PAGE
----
This individual was actively guarding a nest. It went right back to it after this quick photo op.
These Auratus Cichlids made up for their tiny stature by packing in as much color as possible. Shown here are a male (top) and a female (bottom).
I was hoping that something new would come from a school of the tiniest fish in the creek, but they turned out to be these juvenile tilapia.

I was also hoping that these livebearers would turn out to be Guppies, but I believe they were Western Mosquitofish (not a new one sadly), female on top and male on bottom.

     Since I could clearly see all the fish in the little stream, it was pretty easy to tell when I had caught all the different varieties available, so back on the road I went. The next spot on the agenda resulted in a new sculpin species and some beautiful scenery.

Waterfalls and springs were all around on the way to this spot.
This Shoshone Sculpin was the last new one of the day, and one of only two native fish I would catch on this trip.
Another example of things that shouldn't be in Idaho, these New Zeland Mud Snails were all over the rocks here. These are an invasive species fishermen are asked to clean and dry their wader boots and gear after using them to avoid spreading these to new waters. As you can see, they're very tiny, especially their eggs, so they'd be easy to miss!

      Next on the agenda, was to try for a flathead catfish at Brownlee reservoir but the river was high and muddy, the weather was very windy, and all the campgrounds were full, so I decided to bag it and head for my parent's house. What's another 5 hrs driving when you're this far into it anyway? 

     The next morning I decided to hit one of my old high school catfish spots. I had a sneaking suspicion that the timing might be right to luck into a species that I had on my wish list for the better part of a decade. I cast out some small baits and prepared to wait this critter out. No waiting was necessary though even by the standards of my short attention span, since roughly 48 seconds later, I had a small fish on. It was the right size and color, but I held my breath as I hoisted it up the 10 feet from the water. Success! I had my first and still the only Sand Roller I've ever seen. These odd little native fish are one of just two species in the family Percopsidae, the other species being the Trout Perch, which are found in quite a few Midwestern and Great Lake states. Sand Rollers on the other hand are endemic to the Columbia River Basin in Washington, Idaho, and Oregon.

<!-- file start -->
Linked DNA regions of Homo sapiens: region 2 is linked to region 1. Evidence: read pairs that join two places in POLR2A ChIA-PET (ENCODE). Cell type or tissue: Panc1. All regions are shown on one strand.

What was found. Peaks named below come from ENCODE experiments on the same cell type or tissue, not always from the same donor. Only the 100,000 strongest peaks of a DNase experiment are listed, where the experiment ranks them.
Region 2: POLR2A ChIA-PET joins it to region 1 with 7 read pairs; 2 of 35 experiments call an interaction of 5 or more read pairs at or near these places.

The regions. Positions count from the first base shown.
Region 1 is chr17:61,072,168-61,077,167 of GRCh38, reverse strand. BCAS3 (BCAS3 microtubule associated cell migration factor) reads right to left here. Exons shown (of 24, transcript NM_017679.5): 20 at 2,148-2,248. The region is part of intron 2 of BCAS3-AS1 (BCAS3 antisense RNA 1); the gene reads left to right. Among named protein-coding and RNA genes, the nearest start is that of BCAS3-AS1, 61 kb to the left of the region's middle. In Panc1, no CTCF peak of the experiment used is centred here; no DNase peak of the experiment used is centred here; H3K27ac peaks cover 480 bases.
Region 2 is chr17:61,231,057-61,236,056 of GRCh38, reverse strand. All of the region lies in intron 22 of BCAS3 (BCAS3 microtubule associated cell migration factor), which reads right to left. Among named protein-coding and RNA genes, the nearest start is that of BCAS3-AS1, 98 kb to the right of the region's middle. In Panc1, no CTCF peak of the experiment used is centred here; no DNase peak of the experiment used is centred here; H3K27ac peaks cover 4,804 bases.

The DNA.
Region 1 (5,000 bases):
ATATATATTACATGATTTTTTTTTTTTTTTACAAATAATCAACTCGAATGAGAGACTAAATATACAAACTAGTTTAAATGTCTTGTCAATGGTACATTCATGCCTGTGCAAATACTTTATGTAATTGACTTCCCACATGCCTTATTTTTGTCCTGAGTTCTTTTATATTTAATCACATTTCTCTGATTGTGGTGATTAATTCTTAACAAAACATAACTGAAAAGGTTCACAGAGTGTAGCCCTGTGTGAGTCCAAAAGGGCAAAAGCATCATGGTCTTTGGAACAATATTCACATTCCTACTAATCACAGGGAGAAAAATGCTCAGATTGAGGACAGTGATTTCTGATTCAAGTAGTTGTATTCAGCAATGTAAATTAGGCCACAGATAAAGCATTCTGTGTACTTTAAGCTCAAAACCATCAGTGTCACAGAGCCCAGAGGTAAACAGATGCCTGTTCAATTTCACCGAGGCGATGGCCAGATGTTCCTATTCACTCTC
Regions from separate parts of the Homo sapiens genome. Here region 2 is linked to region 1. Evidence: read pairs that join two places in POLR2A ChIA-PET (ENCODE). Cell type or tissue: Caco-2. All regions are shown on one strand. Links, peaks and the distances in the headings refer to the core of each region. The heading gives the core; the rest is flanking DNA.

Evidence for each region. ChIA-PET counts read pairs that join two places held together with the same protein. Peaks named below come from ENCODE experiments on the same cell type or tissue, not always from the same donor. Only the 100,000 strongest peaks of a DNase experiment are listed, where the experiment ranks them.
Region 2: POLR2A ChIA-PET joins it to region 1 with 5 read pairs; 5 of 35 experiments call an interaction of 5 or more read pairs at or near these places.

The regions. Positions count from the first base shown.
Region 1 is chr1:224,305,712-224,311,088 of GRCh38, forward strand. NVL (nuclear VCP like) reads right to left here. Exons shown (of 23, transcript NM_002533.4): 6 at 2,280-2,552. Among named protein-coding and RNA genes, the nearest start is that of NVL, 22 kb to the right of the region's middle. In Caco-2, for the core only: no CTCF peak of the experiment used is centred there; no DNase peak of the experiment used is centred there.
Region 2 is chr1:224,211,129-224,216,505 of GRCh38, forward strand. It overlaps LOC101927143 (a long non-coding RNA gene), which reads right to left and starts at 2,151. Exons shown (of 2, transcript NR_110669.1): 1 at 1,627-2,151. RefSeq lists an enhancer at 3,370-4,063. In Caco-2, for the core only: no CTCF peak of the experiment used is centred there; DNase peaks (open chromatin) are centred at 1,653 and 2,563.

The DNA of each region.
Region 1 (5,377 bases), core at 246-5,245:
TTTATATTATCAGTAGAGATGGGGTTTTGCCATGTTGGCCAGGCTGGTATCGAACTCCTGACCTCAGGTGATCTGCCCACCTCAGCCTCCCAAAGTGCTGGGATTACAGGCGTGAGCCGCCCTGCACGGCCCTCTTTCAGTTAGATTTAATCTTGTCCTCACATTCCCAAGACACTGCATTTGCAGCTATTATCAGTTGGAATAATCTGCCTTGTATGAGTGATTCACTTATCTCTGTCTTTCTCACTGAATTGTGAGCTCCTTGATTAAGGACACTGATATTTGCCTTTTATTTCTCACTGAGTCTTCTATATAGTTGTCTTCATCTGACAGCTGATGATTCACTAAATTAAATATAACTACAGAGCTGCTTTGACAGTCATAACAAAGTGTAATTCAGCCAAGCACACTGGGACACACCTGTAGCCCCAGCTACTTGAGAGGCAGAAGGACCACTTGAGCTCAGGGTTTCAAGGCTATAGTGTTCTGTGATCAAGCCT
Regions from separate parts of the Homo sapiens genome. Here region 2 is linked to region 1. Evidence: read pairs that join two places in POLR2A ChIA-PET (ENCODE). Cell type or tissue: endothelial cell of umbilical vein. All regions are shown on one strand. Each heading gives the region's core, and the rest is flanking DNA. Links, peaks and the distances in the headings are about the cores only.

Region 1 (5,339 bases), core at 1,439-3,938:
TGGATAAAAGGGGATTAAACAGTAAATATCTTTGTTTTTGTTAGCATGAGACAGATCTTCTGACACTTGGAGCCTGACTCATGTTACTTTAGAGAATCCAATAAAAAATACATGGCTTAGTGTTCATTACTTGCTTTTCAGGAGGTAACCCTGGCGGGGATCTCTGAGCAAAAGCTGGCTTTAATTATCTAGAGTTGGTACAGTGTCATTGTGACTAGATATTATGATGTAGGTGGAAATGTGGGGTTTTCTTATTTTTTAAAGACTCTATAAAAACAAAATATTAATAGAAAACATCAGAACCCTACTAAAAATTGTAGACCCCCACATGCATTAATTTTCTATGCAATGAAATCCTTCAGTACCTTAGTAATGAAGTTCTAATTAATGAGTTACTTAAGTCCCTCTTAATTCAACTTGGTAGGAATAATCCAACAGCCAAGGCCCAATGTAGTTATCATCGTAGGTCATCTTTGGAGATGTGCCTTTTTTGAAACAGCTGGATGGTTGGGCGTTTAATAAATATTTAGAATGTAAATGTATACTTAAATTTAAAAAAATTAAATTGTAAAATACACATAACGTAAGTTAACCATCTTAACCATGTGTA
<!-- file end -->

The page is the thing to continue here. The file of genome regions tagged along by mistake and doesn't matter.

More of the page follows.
Here's a picture I've wanted to take for YEARS. I can see how their cousin the Trout Perch got it's name though, they kind of look like perch, and they have an adipose fin like a trout.
See? Cute little adipose fin. You can tell a hatchery reared Sand Roller from a wild one as they will have an adipose clip. Just joking, that's not a thing.

      After adding this one to the list, there really wasn't much point sticking it out there, even though I'd been there under 5 minutes. So we decided to go do a little carp fishing before starting the drive back home. The species total for the trip was at an incredible six (though that does still include the heartburn inducing bright blue cichlid), which was more than I had dared hope for. That brought the total up to 195. Two hundred was within range, especially with an upcoming trip to Ohio over the 4th of July. I try not to count my chickens before they hatch, but I did cross all my fingers and toes just in case.